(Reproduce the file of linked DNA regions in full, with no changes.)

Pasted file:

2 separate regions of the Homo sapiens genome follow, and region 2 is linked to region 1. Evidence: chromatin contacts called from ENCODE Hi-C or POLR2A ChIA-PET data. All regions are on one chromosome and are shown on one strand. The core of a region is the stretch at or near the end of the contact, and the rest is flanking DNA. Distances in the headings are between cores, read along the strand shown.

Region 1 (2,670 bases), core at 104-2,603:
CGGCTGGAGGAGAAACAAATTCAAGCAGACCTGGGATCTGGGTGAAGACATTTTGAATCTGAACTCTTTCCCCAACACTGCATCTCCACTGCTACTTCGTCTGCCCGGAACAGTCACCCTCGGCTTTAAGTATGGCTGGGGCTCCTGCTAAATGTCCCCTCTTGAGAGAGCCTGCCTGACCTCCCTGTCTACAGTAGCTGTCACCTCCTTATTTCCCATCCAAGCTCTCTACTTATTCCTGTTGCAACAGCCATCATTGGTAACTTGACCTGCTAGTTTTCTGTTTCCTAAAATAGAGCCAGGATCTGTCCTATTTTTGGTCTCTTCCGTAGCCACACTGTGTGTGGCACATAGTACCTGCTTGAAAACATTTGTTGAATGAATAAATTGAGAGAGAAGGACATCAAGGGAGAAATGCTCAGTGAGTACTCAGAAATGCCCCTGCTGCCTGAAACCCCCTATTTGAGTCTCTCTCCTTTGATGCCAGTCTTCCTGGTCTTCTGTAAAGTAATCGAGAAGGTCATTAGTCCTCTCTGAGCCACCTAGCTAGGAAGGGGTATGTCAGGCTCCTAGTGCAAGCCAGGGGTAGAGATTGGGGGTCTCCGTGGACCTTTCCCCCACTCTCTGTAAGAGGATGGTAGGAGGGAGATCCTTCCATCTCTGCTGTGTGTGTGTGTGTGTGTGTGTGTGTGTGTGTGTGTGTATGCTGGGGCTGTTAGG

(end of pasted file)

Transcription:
2 separate regions of the Homo sapiens genome follow, and region 2 is linked to region 1. Evidence: chromatin contacts called from ENCODE Hi-C or POLR2A ChIA-PET data. All regions are on one chromosome and are shown on one strand. The core of a region is the stretch at or near the end of the contact, and the rest is flanking DNA. Distances in the headings are between cores, read along the strand shown.

Region 1 (2,670 bases), core at 104-2,603:
CGGCTGGAGGAGAAACAAATTCAAGCAGACCTGGGATCTGGGTGAAGACATTTTGAATCTGAACTCTTTCCCCAACACTGCATCTCCACTGCTACTTCGTCTGCCCGGAACAGTCACCCTCGGCTTTAAGTATGGCTGGGGCTCCTGCTAAATGTCCCCTCTTGAGAGAGCCTGCCTGACCTCCCTGTCTACAGTAGCTGTCACCTCCTTATTTCCCATCCAAGCTCTCTACTTATTCCTGTTGCAACAGCCATCATTGGTAACTTGACCTGCTAGTTTTCTGTTTCCTAAAATAGAGCCAGGATCTGTCCTATTTTTGGTCTCTTCCGTAGCCACACTGTGTGTGGCACATAGTACCTGCTTGAAAACATTTGTTGAATGAATAAATTGAGAGAGAAGGACATCAAGGGAGAAATGCTCAGTGAGTACTCAGAAATGCCCCTGCTGCCTGAAACCCCCTATTTGAGTCTCTCTCCTTTGATGCCAGTCTTCCTGGTCTTCTGTAAAGTAATCGAGAAGGTCATTAGTCCTCTCTGAGCCACCTAGCTAGGAAGGGGTATGTCAGGCTCCTAGTGCAAGCCAGGGGTAGAGATTGGGGGTCTCCGTGGACCTTTCCCCCACTCTCTGTAAGAGGATGGTAGGAGGGAGATCCTTCCATCTCTGCTGTGTGTGTGTGTGTGTGTGTGTGTGTGTGTGTGTGTGTATGCTGGGGCTGTTAGG